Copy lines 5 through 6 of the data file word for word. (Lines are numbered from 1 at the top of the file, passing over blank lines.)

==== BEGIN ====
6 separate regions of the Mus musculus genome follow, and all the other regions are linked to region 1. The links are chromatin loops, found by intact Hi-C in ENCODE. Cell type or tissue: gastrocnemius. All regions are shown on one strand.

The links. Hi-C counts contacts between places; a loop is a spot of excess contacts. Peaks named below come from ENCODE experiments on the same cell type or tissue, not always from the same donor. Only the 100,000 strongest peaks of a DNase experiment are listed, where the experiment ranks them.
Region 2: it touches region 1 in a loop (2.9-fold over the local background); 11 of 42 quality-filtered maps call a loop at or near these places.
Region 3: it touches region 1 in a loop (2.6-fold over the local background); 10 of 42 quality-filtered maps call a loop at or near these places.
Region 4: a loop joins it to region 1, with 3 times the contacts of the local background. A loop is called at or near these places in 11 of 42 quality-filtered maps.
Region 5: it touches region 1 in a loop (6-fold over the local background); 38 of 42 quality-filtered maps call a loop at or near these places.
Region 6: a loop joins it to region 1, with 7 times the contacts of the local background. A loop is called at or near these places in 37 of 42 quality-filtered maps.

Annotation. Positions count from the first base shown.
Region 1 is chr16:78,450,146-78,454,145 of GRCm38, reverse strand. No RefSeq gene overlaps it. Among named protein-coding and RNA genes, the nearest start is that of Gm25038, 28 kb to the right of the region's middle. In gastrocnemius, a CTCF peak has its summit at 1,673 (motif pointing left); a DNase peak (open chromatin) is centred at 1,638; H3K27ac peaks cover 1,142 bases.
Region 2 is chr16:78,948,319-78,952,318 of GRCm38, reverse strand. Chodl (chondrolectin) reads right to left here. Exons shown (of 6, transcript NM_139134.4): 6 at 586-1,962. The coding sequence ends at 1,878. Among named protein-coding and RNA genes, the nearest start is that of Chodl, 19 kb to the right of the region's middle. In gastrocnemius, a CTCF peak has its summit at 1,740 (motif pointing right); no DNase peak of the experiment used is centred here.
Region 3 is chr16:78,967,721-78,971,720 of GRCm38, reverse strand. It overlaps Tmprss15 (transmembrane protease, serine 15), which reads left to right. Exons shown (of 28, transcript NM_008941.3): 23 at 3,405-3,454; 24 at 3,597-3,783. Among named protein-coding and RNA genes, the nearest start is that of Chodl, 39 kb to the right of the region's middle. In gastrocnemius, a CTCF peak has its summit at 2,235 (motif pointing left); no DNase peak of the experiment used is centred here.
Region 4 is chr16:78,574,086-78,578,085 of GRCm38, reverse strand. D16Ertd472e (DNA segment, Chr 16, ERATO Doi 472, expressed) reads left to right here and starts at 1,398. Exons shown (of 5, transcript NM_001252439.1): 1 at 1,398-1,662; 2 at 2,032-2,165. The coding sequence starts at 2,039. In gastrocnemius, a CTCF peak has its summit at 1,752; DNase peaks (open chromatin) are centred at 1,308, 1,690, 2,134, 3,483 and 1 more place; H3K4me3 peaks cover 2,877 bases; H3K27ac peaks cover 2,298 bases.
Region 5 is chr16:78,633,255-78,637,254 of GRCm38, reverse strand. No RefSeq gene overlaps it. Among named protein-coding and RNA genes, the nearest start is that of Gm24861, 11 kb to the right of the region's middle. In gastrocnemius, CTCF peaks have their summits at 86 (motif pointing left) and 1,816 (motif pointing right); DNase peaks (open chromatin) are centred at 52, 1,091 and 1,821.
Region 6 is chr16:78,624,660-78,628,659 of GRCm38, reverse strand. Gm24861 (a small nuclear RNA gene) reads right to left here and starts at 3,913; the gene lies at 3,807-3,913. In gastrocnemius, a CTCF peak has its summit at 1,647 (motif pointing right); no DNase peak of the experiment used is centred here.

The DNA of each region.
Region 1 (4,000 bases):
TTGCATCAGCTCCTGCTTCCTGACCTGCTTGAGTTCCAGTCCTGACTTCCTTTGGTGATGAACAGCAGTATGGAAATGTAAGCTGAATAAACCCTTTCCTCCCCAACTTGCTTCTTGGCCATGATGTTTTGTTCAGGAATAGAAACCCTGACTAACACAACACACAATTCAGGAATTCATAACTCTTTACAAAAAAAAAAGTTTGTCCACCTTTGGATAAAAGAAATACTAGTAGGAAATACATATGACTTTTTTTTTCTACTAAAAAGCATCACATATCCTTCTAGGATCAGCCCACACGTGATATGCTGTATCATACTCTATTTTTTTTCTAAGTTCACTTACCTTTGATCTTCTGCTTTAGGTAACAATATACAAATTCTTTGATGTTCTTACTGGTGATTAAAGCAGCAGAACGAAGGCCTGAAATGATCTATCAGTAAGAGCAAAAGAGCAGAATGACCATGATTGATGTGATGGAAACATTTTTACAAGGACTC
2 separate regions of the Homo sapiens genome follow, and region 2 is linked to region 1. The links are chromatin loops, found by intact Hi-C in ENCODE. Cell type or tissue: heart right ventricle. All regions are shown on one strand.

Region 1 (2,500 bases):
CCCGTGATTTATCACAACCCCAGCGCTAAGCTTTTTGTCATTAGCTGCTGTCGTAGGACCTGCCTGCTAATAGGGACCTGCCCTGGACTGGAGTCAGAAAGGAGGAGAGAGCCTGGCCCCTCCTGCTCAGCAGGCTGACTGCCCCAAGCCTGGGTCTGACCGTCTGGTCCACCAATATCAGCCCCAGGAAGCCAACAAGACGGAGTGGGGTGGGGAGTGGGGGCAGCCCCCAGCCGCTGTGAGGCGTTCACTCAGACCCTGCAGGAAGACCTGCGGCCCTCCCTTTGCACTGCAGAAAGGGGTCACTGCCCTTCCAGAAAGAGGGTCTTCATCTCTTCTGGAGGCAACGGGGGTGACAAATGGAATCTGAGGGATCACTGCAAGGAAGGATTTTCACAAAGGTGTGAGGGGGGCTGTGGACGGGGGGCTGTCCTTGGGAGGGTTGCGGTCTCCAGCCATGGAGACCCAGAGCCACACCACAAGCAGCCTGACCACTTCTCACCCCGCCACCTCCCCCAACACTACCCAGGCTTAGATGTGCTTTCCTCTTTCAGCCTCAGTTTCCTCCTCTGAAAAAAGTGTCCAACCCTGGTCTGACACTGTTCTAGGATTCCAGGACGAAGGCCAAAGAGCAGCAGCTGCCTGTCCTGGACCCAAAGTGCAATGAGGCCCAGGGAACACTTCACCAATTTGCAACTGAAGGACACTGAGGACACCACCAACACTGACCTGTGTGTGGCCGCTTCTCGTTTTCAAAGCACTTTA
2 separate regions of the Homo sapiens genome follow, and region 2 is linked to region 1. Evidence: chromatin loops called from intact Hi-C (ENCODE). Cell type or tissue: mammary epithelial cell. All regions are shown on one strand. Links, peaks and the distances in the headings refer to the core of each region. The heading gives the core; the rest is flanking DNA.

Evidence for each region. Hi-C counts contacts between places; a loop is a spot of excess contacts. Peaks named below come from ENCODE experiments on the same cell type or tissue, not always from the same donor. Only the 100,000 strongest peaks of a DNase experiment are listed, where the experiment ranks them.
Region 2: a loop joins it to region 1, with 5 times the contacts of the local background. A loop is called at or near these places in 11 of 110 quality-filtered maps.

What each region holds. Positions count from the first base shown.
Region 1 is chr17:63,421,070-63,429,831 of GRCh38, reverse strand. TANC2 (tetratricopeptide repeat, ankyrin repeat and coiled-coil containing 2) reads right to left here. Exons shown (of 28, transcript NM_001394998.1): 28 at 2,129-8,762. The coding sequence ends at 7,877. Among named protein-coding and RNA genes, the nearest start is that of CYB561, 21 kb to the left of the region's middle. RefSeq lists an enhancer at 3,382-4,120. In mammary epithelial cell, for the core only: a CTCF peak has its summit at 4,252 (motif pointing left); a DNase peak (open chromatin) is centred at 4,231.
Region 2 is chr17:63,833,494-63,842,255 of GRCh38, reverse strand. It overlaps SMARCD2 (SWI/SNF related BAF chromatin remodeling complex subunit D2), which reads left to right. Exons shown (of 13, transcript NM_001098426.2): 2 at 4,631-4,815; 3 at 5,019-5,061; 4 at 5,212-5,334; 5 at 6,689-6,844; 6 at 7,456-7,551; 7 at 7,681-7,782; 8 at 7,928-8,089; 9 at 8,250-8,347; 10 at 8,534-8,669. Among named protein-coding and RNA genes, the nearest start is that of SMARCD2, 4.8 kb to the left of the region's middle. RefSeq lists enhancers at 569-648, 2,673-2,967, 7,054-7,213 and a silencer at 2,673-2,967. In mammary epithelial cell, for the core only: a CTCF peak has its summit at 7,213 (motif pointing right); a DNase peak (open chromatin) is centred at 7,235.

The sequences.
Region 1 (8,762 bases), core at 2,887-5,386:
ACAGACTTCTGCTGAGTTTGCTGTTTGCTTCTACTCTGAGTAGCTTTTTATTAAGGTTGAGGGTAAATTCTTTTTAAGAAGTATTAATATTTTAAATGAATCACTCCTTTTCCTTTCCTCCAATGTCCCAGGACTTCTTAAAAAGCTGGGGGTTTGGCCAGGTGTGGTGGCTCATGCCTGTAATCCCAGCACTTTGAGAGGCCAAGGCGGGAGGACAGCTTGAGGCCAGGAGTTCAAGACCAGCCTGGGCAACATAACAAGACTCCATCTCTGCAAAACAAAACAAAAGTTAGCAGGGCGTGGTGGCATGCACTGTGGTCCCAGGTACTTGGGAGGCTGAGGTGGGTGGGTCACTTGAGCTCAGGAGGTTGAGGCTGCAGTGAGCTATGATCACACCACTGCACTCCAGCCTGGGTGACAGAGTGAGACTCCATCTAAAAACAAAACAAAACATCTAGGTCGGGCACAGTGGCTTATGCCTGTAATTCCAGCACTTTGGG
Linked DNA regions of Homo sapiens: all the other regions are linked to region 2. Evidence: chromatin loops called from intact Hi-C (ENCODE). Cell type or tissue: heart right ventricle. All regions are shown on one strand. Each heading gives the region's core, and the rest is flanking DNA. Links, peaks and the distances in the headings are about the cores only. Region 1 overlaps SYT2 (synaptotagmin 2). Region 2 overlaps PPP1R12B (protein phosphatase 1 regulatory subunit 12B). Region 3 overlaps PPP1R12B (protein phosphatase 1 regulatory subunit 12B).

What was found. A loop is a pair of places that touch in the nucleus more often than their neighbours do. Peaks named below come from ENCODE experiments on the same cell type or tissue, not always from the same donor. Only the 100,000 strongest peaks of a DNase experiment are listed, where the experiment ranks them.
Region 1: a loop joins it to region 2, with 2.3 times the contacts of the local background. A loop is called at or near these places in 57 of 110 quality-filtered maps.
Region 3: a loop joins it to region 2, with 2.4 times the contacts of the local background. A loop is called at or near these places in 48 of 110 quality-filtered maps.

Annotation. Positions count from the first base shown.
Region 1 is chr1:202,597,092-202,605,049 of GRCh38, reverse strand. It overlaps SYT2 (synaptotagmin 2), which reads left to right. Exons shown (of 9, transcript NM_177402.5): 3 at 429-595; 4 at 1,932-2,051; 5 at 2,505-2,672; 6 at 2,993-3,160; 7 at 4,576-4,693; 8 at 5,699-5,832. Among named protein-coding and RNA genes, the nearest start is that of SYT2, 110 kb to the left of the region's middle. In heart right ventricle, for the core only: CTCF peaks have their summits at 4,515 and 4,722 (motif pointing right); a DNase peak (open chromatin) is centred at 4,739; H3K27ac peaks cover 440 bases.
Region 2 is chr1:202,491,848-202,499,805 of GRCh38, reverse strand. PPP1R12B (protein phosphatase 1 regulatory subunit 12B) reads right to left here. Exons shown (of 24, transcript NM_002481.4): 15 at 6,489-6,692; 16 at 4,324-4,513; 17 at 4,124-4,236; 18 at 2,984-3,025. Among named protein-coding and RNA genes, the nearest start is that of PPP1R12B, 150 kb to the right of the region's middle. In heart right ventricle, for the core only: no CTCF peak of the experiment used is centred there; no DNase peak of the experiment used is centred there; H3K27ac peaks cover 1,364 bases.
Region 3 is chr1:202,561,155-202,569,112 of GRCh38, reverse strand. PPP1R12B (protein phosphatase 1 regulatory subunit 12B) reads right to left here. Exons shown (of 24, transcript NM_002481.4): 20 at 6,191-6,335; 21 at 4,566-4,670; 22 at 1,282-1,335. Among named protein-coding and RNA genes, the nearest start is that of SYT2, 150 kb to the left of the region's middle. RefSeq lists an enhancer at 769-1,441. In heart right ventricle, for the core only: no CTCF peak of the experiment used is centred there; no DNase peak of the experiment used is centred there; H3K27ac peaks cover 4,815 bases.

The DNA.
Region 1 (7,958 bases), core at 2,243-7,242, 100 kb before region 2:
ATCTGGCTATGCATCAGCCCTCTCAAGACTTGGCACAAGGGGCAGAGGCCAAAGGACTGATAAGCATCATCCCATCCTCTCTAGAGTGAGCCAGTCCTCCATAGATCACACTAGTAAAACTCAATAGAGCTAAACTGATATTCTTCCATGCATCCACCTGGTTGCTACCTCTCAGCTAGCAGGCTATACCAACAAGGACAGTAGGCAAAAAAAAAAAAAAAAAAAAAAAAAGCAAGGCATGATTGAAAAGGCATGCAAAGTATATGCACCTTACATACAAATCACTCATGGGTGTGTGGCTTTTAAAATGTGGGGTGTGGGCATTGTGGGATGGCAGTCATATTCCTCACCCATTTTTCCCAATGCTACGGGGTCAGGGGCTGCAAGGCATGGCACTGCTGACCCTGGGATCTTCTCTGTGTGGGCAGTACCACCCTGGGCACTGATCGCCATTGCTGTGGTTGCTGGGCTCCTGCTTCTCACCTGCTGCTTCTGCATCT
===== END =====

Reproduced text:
Region 4: a loop joins it to region 1, with 3 times the contacts of the local background. A loop is called at or near these places in 11 of 42 quality-filtered maps.
Region 5: it touches region 1 in a loop (6-fold over the local background); 38 of 42 quality-filtered maps call a loop at or near these places.